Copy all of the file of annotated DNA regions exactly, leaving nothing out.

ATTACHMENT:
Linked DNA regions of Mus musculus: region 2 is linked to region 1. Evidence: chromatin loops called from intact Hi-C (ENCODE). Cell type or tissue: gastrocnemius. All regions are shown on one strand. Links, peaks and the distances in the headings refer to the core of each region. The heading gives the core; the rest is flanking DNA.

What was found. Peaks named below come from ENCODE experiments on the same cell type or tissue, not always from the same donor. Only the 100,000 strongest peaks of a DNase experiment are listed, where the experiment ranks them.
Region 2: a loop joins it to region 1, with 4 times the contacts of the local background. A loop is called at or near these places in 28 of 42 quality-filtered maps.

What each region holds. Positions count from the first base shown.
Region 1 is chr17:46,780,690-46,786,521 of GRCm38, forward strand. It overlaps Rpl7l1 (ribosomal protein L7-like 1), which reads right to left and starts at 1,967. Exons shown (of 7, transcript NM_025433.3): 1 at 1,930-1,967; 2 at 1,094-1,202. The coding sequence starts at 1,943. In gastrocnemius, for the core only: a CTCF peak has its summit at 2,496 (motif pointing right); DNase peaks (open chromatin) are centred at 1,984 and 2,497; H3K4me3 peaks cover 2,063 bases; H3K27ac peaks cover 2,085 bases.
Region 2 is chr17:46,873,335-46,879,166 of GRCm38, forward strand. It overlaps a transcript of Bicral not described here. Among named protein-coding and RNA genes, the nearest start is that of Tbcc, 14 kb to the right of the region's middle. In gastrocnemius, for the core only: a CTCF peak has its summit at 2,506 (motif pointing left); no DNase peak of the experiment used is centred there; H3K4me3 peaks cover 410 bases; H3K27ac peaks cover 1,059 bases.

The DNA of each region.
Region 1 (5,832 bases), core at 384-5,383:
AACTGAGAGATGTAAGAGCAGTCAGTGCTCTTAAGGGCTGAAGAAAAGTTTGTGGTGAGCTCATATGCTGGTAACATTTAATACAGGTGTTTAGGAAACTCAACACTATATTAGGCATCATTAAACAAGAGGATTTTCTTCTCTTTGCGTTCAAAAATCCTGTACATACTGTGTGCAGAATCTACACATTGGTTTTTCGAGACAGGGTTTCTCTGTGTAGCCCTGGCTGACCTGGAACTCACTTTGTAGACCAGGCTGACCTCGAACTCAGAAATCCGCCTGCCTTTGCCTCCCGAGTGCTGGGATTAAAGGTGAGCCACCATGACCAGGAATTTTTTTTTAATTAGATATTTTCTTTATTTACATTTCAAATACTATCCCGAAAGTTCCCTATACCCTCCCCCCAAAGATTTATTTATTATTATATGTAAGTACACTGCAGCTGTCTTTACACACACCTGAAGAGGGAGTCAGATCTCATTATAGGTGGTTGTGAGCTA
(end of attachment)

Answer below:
Linked DNA regions of Mus musculus: region 2 is linked to region 1. Evidence: chromatin loops called from intact Hi-C (ENCODE). Cell type or tissue: gastrocnemius. All regions are shown on one strand. Links, peaks and the distances in the headings refer to the core of each region. The heading gives the core; the rest is flanking DNA.

What was found. Peaks named below come from ENCODE experiments on the same cell type or tissue, not always from the same donor. Only the 100,000 strongest peaks of a DNase experiment are listed, where the experiment ranks them.
Region 2: a loop joins it to region 1, with 4 times the contacts of the local background. A loop is called at or near these places in 28 of 42 quality-filtered maps.

What each region holds. Positions count from the first base shown.
Region 1 is chr17:46,780,690-46,786,521 of GRCm38, forward strand. It overlaps Rpl7l1 (ribosomal protein L7-like 1), which reads right to left and starts at 1,967. Exons shown (of 7, transcript NM_025433.3): 1 at 1,930-1,967; 2 at 1,094-1,202. The coding sequence starts at 1,943. In gastrocnemius, for the core only: a CTCF peak has its summit at 2,496 (motif pointing right); DNase peaks (open chromatin) are centred at 1,984 and 2,497; H3K4me3 peaks cover 2,063 bases; H3K27ac peaks cover 2,085 bases.
Region 2 is chr17:46,873,335-46,879,166 of GRCm38, forward strand. It overlaps a transcript of Bicral not described here. Among named protein-coding and RNA genes, the nearest start is that of Tbcc, 14 kb to the right of the region's middle. In gastrocnemius, for the core only: a CTCF peak has its summit at 2,506 (motif pointing left); no DNase peak of the experiment used is centred there; H3K4me3 peaks cover 410 bases; H3K27ac peaks cover 1,059 bases.

The DNA of each region.
Region 1 (5,832 bases), core at 384-5,383:
AACTGAGAGATGTAAGAGCAGTCAGTGCTCTTAAGGGCTGAAGAAAAGTTTGTGGTGAGCTCATATGCTGGTAACATTTAATACAGGTGTTTAGGAAACTCAACACTATATTAGGCATCATTAAACAAGAGGATTTTCTTCTCTTTGCGTTCAAAAATCCTGTACATACTGTGTGCAGAATCTACACATTGGTTTTTCGAGACAGGGTTTCTCTGTGTAGCCCTGGCTGACCTGGAACTCACTTTGTAGACCAGGCTGACCTCGAACTCAGAAATCCGCCTGCCTTTGCCTCCCGAGTGCTGGGATTAAAGGTGAGCCACCATGACCAGGAATTTTTTTTTAATTAGATATTTTCTTTATTTACATTTCAAATACTATCCCGAAAGTTCCCTATACCCTCCCCCCAAAGATTTATTTATTATTATATGTAAGTACACTGCAGCTGTCTTTACACACACCTGAAGAGGGAGTCAGATCTCATTATAGGTGGTTGTGAGCTA